Roger Sullivan serves as president of the Kantara Initiative Board of Trustees and president of the Liberty Alliance Management Board. He is vice president, Oracle Identity Management where most of his time is spent with Oracle’s premier customers. In this interview he discusses the Kantara Initiative in detail.
How was the idea born and what’s the main goal of the Kantara Initiative?
The launch of Kantara Initiative comes after more than a year of planning initiated by Liberty Alliance as part of its annual review and strategic planning process. The goal of this planning was to investigate ways to bring communities and organizations representing the entire identity ecosystem together to discuss how to best move the identity industry forward. Conversations focused largely on how the industry could better collaborate to address new identity management requirements as the enterprise identity landscape continues to evolve and use of social networking and Web 2.0 applications rapidly proliferates. The launch of Kantara Initiative is the result of this strategic planning. The goal of the organization is to work collaboratively to solve harmonization and interoperability challenges among identity-enabled enterprise, Web 2.0 and Web-based applications and services.
Who are the founding members? How can new members apply?
Kantara Initiative has been co-founded by Concordia Project, DataPortablity Project, Information Card Foundation, Internet Society, Liberty Alliance, OpenLiberty.org and XDI.org. The Kantara Initiative membership structure is based on a bicameral governance model where the Board of Trustees and Leadership Council work hand-in-hand as peers in steering the direction of the organization. The bicameral model ensures that all members and participants can have a voice within Kantara Initiative. With last week’s launch, representatives from AOL, BT, CA, Intel, Internet Society, Fidelity Investments, Novell, NRI, NTT, Oracle, PayPal and Sun Microsystems have been elected to the Kantara Initiative Board of Trustees. Representatives from Intel and the New Zealand government have Leadership Council seats on the Board of Trustees.
The Kantara Initiative membership structure is unique in that it has been organized to ensure that there are zero barriers to participation. Membership levels allow for maximum industry-wide participation and include Participant, Member and Trustee categories, which individuals and organizations join depending on the size of the organization and type of desired participation. Becoming a member of the Kantara Initiative is simple, with more information available here.
What activities do you have lined-up for the rest of 2009?
Since launching the Kantara Initiative name at the April 2009 RSA Conference members of the identity community have proposed nearly 20 initial work and discussion groups. All groups are open to every Kantara Initiative member – as well as to the public – and anyone can suggest a new group to the Leadership Council at any time. Groups are formed by members and participants to address common issues and problems related to specific industries.
Proposed groups are being approved on an ongoing basis by the Leadership Council and include Concordia Use Cases, Consumer Identity eGovernment, Federated Identity Model Agreement & Commentary (FIMAC), Health Identity and Assurance, Identity Assurance and Accreditation, Identity Provider Selection, ID-WSF Evolution (OAuth Extensions), Japan, Multi-Protocol Identity Selection, Multi-Protocol Relying Party Deployment, Privacy and Public Policy, Telecommunications Identity, User Driven Information Technology and Volunteered Personal Information (VPI). A list of all of the groups in progress is available here.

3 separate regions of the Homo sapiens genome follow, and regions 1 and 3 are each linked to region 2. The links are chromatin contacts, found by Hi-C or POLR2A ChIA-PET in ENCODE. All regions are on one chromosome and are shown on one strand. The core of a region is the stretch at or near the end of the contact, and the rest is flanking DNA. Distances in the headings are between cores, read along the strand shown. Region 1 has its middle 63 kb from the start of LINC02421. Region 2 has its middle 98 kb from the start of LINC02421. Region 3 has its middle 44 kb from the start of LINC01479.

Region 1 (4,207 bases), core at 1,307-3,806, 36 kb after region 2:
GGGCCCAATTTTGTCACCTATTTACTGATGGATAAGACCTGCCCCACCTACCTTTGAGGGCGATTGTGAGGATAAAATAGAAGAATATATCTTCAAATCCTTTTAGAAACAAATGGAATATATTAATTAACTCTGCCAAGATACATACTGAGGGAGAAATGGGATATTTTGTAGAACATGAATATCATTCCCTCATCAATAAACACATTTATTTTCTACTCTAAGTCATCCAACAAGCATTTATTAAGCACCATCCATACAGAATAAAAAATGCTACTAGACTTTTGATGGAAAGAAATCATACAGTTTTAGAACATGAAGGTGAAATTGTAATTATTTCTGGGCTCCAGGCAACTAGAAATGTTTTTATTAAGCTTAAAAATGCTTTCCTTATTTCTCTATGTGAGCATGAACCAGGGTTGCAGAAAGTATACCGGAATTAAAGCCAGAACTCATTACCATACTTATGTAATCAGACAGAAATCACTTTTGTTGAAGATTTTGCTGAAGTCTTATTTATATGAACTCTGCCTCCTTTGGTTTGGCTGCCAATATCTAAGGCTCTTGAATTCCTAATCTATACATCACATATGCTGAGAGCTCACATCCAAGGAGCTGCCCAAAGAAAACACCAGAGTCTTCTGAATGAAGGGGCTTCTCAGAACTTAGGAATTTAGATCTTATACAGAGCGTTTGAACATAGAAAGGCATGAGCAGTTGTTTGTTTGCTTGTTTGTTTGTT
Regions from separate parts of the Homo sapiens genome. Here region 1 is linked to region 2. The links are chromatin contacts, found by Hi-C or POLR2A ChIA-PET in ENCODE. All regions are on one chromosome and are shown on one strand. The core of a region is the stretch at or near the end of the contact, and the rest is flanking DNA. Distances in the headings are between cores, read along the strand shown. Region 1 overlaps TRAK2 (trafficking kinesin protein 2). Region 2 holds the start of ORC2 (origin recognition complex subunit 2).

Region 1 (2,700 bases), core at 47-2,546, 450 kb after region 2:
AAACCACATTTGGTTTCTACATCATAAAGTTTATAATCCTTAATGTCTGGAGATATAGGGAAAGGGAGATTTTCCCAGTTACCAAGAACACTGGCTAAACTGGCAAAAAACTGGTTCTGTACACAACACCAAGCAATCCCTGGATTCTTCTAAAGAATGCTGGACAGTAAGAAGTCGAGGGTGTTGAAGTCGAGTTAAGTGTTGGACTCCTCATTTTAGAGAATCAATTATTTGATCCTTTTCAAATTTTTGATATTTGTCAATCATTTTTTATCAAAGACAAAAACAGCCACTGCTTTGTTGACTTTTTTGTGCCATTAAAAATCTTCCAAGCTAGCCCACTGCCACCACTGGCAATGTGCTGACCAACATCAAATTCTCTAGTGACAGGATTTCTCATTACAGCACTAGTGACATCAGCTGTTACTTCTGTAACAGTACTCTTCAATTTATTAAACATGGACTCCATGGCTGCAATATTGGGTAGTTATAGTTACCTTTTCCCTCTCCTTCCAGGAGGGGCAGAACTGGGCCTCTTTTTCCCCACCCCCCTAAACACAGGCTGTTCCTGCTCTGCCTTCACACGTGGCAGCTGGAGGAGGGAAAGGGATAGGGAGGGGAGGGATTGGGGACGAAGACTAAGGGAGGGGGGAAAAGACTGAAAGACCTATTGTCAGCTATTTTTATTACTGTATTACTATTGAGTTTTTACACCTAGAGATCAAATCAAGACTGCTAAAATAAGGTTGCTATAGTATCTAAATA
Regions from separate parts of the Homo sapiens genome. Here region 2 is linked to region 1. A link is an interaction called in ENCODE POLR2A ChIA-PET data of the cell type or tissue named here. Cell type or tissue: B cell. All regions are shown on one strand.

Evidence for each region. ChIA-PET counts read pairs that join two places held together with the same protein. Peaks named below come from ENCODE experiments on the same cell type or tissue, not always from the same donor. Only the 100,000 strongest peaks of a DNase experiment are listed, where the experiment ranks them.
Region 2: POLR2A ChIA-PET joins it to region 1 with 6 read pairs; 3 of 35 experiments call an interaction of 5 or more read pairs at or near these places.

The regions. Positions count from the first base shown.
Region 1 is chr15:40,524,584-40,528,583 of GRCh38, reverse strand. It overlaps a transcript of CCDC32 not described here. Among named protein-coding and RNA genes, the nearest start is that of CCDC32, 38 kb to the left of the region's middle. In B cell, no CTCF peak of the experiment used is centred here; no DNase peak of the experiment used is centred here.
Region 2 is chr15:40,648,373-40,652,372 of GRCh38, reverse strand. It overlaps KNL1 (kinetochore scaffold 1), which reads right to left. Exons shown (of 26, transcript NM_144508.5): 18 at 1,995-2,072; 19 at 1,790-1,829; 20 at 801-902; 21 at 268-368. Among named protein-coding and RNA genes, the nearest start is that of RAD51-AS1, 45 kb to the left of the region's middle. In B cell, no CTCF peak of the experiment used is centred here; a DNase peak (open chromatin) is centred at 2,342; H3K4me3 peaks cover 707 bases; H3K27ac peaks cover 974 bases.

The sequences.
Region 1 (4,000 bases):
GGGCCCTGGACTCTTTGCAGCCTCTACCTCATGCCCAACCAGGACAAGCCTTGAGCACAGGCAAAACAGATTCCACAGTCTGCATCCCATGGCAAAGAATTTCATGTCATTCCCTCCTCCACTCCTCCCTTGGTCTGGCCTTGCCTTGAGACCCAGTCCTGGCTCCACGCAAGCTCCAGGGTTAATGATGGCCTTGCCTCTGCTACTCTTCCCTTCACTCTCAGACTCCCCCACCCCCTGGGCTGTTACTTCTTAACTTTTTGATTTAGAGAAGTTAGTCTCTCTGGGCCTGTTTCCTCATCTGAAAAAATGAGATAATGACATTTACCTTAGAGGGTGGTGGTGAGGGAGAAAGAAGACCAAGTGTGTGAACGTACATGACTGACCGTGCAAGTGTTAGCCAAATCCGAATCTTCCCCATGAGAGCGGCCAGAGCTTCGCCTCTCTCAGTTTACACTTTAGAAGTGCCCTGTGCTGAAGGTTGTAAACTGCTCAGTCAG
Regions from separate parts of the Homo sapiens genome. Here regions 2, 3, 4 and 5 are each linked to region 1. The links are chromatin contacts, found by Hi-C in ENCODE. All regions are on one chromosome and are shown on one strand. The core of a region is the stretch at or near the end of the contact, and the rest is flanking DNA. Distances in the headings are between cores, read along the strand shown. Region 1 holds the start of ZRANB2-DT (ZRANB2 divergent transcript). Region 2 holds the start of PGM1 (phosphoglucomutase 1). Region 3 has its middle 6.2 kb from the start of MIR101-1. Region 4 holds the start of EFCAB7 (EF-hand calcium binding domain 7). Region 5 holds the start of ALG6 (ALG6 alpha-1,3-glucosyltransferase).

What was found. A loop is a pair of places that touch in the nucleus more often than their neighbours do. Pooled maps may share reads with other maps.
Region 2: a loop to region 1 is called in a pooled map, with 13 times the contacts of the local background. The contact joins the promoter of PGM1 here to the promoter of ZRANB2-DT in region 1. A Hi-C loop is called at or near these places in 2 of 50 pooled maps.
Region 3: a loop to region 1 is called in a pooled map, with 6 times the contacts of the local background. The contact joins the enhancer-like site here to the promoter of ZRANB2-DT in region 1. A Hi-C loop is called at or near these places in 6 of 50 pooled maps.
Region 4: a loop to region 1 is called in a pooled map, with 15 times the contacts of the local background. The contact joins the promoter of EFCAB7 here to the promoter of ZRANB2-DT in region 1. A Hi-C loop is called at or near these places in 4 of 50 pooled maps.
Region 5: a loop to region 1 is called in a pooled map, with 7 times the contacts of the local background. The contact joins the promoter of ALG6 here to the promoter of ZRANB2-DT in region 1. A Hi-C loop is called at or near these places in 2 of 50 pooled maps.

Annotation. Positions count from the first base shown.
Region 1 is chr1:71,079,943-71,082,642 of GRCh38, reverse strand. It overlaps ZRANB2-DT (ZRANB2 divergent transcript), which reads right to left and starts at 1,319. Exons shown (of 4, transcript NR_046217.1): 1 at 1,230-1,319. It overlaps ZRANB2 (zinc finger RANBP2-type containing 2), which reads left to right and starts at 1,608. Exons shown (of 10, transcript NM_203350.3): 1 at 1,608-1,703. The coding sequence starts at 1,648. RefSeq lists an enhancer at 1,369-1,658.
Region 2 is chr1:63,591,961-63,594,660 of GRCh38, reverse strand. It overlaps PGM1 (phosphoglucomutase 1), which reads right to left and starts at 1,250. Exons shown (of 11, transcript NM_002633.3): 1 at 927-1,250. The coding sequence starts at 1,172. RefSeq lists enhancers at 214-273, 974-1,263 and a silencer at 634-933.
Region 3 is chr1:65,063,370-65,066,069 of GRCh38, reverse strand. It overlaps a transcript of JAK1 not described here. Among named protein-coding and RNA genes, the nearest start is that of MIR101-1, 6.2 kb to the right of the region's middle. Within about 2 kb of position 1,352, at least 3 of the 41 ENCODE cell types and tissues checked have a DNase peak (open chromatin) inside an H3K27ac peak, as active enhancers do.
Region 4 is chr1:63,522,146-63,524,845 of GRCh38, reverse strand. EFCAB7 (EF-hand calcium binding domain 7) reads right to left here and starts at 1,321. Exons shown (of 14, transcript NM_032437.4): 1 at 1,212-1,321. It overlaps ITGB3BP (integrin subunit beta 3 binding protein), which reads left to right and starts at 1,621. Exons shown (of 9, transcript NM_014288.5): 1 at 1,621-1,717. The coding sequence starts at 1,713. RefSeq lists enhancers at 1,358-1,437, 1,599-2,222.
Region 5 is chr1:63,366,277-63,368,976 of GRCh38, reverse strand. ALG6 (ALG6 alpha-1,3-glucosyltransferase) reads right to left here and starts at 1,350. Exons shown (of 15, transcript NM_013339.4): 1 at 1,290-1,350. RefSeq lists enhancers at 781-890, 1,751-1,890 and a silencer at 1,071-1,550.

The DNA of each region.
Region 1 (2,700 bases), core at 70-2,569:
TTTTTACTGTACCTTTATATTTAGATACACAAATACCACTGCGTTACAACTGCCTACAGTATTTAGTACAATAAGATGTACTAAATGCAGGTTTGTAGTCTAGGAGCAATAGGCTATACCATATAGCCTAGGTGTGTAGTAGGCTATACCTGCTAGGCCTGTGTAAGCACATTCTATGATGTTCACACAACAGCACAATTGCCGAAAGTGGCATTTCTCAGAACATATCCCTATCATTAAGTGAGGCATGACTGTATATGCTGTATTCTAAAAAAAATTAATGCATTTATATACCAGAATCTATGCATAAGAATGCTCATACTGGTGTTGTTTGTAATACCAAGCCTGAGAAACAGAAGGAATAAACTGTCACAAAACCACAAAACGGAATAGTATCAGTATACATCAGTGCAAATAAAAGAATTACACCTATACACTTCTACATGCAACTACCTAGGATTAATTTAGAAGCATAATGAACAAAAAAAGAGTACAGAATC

What are your plans for the near future?
While the organization is in its infancy, members will shape the future of Kantara Initiative based on output stemming from work groups. Equally as important, organizations joining Kantara Initiative as members will determine what projects within their unique communities will move to Kantara Initiative. And this is an important point for demonstrating the value Kantara Initiative will bring to the global identity sector. Existing projects moving into Kantara Initiative will benefit from additional community input, which will include identifying new use cases, support for adding functionality, and opportunities for proving interoperability with other projects, initiatives and technologies.
For example, from the Liberty Alliance perspective, we expect to migrate the highly successful Liberty Interoperable SAML 2.0 testing program into Kantara Initiative. And we also expect the program to evolve within the community to eventually include testing for a variety of additional identity specifications. The same is true for the Liberty Identity Assurance Framework and soon-to-be released corresponding Identity Assurance Accreditation and Certification program. We expect both of these programs to evolve faster based on the broad collaboration that is occurring within the Kantara Initiative community.
And this is what Kantara Initiative is all about – industry-wide collaboration among organizations and initiatives to move the identity industry forward. With nearly 20 initial work and discussion groups already in the pipeline, every indicator is pointing to the long-term success of Kantara Initiative.